Probably a strange place to start a website blog, but it brings up an important point that applies to AV whether you ask us to help you with your Production needs or your AV installation.

Physics Matters.

That is the main mantra from the Sound seminar that we teach. As a result, a LOT of time, effort, research, and expense has been invested into creating products that deal with various aspects of physics in order to provide the best and most transparent experience possible.

I recently visited a temporary venue with some rented gear, and my curiosity caused me to see what was being used. What I saw took me a minute to fully digest, but when I did, I was astonished! The two speakers sitting on top of the subwoofer are QSC KLA12 speakers. KLA12s are designed to be used as part of what is called a Curved Line Array. They are meant to have a very narrow vertical dispersion (15 degrees) and a very wide horizontal dispersion (between 90-120 degrees). However, this is only true when the speakers are in landscape orientation where the wide part of the speaker is sideways and the narrow part of the speaker is oriented vertically. The idea is that you tightly connect multiple speakers together in a vertical array with one speaker on top of the next to get the vertical coverage you need with minimal phasing issues. In the environment these were in, two speakers stacked on top of each other with the back of the botttom speaker raised up a bit so the bottom of the front of the lower speaker was aimed at the first row of people would have worked as designed and sounded amazing for a very wide audience.  In fact, KLA12s have down-angled pole mounts on their bottom (under where you see the silver logo in the picture) for this exact purpose.

But that is NOT how these speakers were set up. As these speakers were being used, the birds and the worms in a very narrow path heard very well (and a few people...almost). However, not only were these speakers standing on their sides, they also were not fastened to each other as they were designed to be.  This created a bunch of phasing issues-- you know, the issues the speakers were designed to mitigate!  The end result was a lack of clarity and some harshness and some other artifacts throughout most of the listening area.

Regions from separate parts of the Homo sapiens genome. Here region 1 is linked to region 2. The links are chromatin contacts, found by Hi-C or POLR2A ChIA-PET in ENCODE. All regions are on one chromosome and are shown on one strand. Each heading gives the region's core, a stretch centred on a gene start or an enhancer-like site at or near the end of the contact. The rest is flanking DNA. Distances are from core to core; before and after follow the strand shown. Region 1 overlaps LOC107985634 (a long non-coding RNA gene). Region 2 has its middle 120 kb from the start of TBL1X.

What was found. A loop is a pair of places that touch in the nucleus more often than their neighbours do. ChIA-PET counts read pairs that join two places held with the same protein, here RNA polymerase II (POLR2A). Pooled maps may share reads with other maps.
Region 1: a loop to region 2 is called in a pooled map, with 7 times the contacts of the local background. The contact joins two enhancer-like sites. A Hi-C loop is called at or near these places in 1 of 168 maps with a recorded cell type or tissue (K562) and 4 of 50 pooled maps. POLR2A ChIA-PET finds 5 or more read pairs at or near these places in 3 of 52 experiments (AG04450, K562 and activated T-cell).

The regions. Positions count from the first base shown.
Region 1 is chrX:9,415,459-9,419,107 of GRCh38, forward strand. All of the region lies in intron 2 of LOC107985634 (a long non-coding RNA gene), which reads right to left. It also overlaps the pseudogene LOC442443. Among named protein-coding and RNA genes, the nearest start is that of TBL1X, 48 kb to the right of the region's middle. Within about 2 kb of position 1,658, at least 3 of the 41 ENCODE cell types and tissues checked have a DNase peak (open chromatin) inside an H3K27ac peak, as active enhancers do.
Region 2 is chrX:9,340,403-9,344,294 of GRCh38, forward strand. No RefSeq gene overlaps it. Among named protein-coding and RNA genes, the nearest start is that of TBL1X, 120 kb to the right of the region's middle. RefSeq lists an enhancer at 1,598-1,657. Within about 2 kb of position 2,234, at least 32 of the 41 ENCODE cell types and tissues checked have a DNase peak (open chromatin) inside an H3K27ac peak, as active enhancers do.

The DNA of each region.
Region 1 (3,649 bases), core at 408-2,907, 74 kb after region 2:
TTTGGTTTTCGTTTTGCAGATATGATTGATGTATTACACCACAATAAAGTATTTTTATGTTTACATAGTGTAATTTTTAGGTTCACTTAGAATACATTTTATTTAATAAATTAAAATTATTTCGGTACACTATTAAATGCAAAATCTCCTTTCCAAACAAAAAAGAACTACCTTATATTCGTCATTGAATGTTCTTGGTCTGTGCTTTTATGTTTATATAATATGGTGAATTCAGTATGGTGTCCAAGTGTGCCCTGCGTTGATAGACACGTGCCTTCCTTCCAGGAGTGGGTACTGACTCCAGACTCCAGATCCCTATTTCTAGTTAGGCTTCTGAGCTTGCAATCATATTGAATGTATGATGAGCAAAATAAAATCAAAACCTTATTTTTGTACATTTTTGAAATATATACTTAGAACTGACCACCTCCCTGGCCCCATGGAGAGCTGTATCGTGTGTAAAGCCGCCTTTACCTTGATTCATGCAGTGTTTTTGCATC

Now, the reality is that most of the people there didn't seem to care. I suppose a little alcohol goes a long way toward mitigating bad sound!  Most didn't even know that it could have sounded much better with a few changes in how the system was deployed.  Frankly, a single high quality properly aimed point source speaker (such as a QSC KW153) on each side would have probably sounded better (and cost a lot less). Without an AB comparison, people probably wouldn't now how bad things were and how much better they could have been given the quality of the components provided. And when things are done like this in an installation, people eventually "get used" to bad sound (if they stick around long enough).

Ultimately, the point here is that it is not just how much you have spent on equipment, but rather how you use the equipment you have available. We would love to help you with your next project to ensure you have great equipment THAT IS USED PROPERLY to give you the best experience possible!